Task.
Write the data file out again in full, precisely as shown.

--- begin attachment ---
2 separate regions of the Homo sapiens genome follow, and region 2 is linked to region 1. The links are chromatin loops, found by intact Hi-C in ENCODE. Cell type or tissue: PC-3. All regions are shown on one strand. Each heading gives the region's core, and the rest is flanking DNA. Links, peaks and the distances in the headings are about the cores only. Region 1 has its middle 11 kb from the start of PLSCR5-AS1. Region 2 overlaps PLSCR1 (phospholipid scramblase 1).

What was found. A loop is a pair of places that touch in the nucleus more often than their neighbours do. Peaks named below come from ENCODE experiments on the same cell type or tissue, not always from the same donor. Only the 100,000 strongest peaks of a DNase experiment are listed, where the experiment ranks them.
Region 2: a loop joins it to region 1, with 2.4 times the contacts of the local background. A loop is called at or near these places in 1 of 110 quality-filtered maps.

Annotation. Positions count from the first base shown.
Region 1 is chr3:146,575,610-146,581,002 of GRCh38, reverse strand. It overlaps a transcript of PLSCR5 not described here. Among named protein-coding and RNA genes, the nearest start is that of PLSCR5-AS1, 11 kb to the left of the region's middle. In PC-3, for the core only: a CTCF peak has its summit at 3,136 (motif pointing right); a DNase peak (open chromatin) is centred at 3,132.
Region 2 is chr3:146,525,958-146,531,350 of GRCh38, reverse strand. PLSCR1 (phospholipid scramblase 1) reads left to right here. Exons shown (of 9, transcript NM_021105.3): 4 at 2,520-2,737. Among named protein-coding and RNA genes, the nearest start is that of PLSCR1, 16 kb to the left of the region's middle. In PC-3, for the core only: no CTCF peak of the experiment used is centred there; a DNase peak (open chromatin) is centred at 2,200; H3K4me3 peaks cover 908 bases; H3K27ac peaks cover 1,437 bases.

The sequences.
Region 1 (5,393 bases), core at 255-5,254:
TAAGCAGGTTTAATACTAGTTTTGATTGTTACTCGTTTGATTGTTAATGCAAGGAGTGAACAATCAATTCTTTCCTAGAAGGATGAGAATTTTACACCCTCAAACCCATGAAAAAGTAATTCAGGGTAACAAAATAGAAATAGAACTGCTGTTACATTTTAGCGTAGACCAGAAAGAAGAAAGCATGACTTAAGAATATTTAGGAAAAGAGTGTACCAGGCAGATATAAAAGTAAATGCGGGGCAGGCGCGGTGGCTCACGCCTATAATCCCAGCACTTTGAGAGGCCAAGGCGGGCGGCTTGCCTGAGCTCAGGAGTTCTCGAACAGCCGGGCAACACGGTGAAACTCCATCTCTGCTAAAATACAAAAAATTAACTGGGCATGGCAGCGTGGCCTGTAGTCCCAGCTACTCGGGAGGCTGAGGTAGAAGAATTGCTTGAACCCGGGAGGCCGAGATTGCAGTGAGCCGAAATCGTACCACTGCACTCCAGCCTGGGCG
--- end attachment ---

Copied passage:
2 separate regions of the Homo sapiens genome follow, and region 2 is linked to region 1. The links are chromatin loops, found by intact Hi-C in ENCODE. Cell type or tissue: PC-3. All regions are shown on one strand. Each heading gives the region's core, and the rest is flanking DNA. Links, peaks and the distances in the headings are about the cores only. Region 1 has its middle 11 kb from the start of PLSCR5-AS1. Region 2 overlaps PLSCR1 (phospholipid scramblase 1).

What was found. A loop is a pair of places that touch in the nucleus more often than their neighbours do. Peaks named below come from ENCODE experiments on the same cell type or tissue, not always from the same donor. Only the 100,000 strongest peaks of a DNase experiment are listed, where the experiment ranks them.
Region 2: a loop joins it to region 1, with 2.4 times the contacts of the local background. A loop is called at or near these places in 1 of 110 quality-filtered maps.

Annotation. Positions count from the first base shown.
Region 1 is chr3:146,575,610-146,581,002 of GRCh38, reverse strand. It overlaps a transcript of PLSCR5 not described here. Among named protein-coding and RNA genes, the nearest start is that of PLSCR5-AS1, 11 kb to the left of the region's middle. In PC-3, for the core only: a CTCF peak has its summit at 3,136 (motif pointing right); a DNase peak (open chromatin) is centred at 3,132.
Region 2 is chr3:146,525,958-146,531,350 of GRCh38, reverse strand. PLSCR1 (phospholipid scramblase 1) reads left to right here. Exons shown (of 9, transcript NM_021105.3): 4 at 2,520-2,737. Among named protein-coding and RNA genes, the nearest start is that of PLSCR1, 16 kb to the left of the region's middle. In PC-3, for the core only: no CTCF peak of the experiment used is centred there; a DNase peak (open chromatin) is centred at 2,200; H3K4me3 peaks cover 908 bases; H3K27ac peaks cover 1,437 bases.

The sequences.
Region 1 (5,393 bases), core at 255-5,254:
TAAGCAGGTTTAATACTAGTTTTGATTGTTACTCGTTTGATTGTTAATGCAAGGAGTGAACAATCAATTCTTTCCTAGAAGGATGAGAATTTTACACCCTCAAACCCATGAAAAAGTAATTCAGGGTAACAAAATAGAAATAGAACTGCTGTTACATTTTAGCGTAGACCAGAAAGAAGAAAGCATGACTTAAGAATATTTAGGAAAAGAGTGTACCAGGCAGATATAAAAGTAAATGCGGGGCAGGCGCGGTGGCTCACGCCTATAATCCCAGCACTTTGAGAGGCCAAGGCGGGCGGCTTGCCTGAGCTCAGGAGTTCTCGAACAGCCGGGCAACACGGTGAAACTCCATCTCTGCTAAAATACAAAAAATTAACTGGGCATGGCAGCGTGGCCTGTAGTCCCAGCTACTCGGGAGGCTGAGGTAGAAGAATTGCTTGAACCCGGGAGGCCGAGATTGCAGTGAGCCGAAATCGTACCACTGCACTCCAGCCTGGGCG